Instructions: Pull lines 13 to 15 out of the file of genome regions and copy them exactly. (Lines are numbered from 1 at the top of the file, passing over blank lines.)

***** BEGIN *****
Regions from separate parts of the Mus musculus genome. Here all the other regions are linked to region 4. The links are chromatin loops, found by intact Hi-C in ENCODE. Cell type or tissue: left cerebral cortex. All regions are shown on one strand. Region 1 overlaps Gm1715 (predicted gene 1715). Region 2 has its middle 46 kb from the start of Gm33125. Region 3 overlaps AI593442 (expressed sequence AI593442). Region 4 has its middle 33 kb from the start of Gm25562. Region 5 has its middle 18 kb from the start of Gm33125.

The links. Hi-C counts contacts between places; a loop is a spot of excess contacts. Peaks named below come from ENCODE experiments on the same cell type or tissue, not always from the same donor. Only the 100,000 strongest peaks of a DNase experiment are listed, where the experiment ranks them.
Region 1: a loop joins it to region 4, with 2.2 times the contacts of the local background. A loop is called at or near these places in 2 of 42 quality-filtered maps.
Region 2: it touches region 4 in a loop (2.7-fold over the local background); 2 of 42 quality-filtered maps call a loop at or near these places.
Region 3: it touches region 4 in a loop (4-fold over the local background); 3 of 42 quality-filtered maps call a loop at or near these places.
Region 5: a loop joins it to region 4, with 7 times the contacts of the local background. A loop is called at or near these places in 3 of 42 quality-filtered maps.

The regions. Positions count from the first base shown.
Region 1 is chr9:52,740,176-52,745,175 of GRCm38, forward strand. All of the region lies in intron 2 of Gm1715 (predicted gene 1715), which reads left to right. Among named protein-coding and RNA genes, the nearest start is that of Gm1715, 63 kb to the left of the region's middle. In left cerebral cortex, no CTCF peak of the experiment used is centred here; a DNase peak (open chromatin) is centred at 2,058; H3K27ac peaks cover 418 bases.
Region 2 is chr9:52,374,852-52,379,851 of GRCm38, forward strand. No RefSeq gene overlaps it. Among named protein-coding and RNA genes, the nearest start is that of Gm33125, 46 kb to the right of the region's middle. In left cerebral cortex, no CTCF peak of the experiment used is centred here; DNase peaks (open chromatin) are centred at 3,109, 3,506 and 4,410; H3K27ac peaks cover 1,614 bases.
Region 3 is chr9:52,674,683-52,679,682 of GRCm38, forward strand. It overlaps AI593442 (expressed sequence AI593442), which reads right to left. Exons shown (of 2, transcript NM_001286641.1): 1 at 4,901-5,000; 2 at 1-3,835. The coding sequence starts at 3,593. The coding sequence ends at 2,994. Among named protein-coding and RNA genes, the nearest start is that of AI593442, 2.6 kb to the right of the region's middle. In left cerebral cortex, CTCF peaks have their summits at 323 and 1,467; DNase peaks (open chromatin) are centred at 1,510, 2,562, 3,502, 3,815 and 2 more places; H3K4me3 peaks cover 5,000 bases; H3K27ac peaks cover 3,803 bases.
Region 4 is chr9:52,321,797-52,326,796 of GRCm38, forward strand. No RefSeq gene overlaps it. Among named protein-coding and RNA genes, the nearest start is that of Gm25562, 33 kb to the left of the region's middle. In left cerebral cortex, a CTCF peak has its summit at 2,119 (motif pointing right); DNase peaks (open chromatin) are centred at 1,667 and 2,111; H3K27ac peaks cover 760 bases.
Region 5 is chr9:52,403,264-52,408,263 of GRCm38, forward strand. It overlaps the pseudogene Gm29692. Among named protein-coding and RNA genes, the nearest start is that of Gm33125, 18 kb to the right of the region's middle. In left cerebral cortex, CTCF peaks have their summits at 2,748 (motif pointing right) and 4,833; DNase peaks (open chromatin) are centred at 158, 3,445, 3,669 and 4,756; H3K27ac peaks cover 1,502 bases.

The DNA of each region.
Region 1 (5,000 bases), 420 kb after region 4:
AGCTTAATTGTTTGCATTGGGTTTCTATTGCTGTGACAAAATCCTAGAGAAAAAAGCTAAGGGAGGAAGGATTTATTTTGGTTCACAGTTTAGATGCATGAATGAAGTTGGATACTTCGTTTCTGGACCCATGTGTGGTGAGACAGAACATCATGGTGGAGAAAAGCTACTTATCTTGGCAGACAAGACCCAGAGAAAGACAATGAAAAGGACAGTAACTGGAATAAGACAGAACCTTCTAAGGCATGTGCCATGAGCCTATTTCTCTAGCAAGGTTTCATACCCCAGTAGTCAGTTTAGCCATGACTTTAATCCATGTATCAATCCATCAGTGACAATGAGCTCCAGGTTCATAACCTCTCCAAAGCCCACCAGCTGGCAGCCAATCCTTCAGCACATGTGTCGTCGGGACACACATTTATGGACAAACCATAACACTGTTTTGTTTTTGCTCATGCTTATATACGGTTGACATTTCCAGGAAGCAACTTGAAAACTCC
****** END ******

The DNA of each region.
Region 1 (5,000 bases), 420 kb after region 4:
AGCTTAATTGTTTGCATTGGGTTTCTATTGCTGTGACAAAATCCTAGAGAAAAAAGCTAAGGGAGGAAGGATTTATTTTGGTTCACAGTTTAGATGCATGAATGAAGTTGGATACTTCGTTTCTGGACCCATGTGTGGTGAGACAGAACATCATGGTGGAGAAAAGCTACTTATCTTGGCAGACAAGACCCAGAGAAAGACAATGAAAAGGACAGTAACTGGAATAAGACAGAACCTTCTAAGGCATGTGCCATGAGCCTATTTCTCTAGCAAGGTTTCATACCCCAGTAGTCAGTTTAGCCATGACTTTAATCCATGTATCAATCCATCAGTGACAATGAGCTCCAGGTTCATAACCTCTCCAAAGCCCACCAGCTGGCAGCCAATCCTTCAGCACATGTGTCGTCGGGACACACATTTATGGACAAACCATAACACTGTTTTGTTTTTGCTCATGCTTATATACGGTTGACATTTCCAGGAAGCAACTTGAAAACTCC